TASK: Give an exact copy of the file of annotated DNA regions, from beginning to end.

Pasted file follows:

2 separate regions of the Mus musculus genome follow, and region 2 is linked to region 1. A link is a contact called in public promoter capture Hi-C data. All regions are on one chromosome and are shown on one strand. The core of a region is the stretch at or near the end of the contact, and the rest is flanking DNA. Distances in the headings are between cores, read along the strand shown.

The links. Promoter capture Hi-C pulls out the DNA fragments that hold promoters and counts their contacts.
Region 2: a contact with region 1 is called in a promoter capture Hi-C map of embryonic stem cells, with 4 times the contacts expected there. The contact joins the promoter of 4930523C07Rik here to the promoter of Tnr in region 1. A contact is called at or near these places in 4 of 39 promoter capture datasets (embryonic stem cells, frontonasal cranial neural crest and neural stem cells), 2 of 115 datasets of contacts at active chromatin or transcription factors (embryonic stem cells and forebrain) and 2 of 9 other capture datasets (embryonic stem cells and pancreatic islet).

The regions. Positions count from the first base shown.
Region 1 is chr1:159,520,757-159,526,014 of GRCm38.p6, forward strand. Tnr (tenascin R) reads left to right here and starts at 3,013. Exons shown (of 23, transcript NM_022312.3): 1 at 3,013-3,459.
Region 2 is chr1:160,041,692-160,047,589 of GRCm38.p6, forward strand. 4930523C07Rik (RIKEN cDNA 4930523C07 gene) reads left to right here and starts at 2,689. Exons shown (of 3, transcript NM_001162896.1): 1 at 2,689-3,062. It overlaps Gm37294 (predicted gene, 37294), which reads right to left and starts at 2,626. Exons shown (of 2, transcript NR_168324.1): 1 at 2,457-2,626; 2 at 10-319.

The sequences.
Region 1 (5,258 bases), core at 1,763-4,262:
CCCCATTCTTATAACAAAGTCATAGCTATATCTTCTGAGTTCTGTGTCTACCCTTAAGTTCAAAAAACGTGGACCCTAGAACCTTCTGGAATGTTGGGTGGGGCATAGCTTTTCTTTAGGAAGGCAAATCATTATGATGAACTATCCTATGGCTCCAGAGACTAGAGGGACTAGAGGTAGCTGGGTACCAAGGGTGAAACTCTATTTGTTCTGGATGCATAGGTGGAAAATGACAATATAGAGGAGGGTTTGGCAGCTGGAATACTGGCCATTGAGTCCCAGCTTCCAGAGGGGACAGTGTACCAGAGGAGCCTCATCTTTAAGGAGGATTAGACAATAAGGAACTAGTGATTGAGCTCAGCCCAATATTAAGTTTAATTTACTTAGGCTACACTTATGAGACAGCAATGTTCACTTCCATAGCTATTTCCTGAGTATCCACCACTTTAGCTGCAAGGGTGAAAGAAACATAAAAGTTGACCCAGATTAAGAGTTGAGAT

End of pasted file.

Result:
2 separate regions of the Mus musculus genome follow, and region 2 is linked to region 1. A link is a contact called in public promoter capture Hi-C data. All regions are on one chromosome and are shown on one strand. The core of a region is the stretch at or near the end of the contact, and the rest is flanking DNA. Distances in the headings are between cores, read along the strand shown.

The links. Promoter capture Hi-C pulls out the DNA fragments that hold promoters and counts their contacts.
Region 2: a contact with region 1 is called in a promoter capture Hi-C map of embryonic stem cells, with 4 times the contacts expected there. The contact joins the promoter of 4930523C07Rik here to the promoter of Tnr in region 1. A contact is called at or near these places in 4 of 39 promoter capture datasets (embryonic stem cells, frontonasal cranial neural crest and neural stem cells), 2 of 115 datasets of contacts at active chromatin or transcription factors (embryonic stem cells and forebrain) and 2 of 9 other capture datasets (embryonic stem cells and pancreatic islet).

The regions. Positions count from the first base shown.
Region 1 is chr1:159,520,757-159,526,014 of GRCm38.p6, forward strand. Tnr (tenascin R) reads left to right here and starts at 3,013. Exons shown (of 23, transcript NM_022312.3): 1 at 3,013-3,459.
Region 2 is chr1:160,041,692-160,047,589 of GRCm38.p6, forward strand. 4930523C07Rik (RIKEN cDNA 4930523C07 gene) reads left to right here and starts at 2,689. Exons shown (of 3, transcript NM_001162896.1): 1 at 2,689-3,062. It overlaps Gm37294 (predicted gene, 37294), which reads right to left and starts at 2,626. Exons shown (of 2, transcript NR_168324.1): 1 at 2,457-2,626; 2 at 10-319.

The sequences.
Region 1 (5,258 bases), core at 1,763-4,262:
CCCCATTCTTATAACAAAGTCATAGCTATATCTTCTGAGTTCTGTGTCTACCCTTAAGTTCAAAAAACGTGGACCCTAGAACCTTCTGGAATGTTGGGTGGGGCATAGCTTTTCTTTAGGAAGGCAAATCATTATGATGAACTATCCTATGGCTCCAGAGACTAGAGGGACTAGAGGTAGCTGGGTACCAAGGGTGAAACTCTATTTGTTCTGGATGCATAGGTGGAAAATGACAATATAGAGGAGGGTTTGGCAGCTGGAATACTGGCCATTGAGTCCCAGCTTCCAGAGGGGACAGTGTACCAGAGGAGCCTCATCTTTAAGGAGGATTAGACAATAAGGAACTAGTGATTGAGCTCAGCCCAATATTAAGTTTAATTTACTTAGGCTACACTTATGAGACAGCAATGTTCACTTCCATAGCTATTTCCTGAGTATCCACCACTTTAGCTGCAAGGGTGAAAGAAACATAAAAGTTGACCCAGATTAAGAGTTGAGAT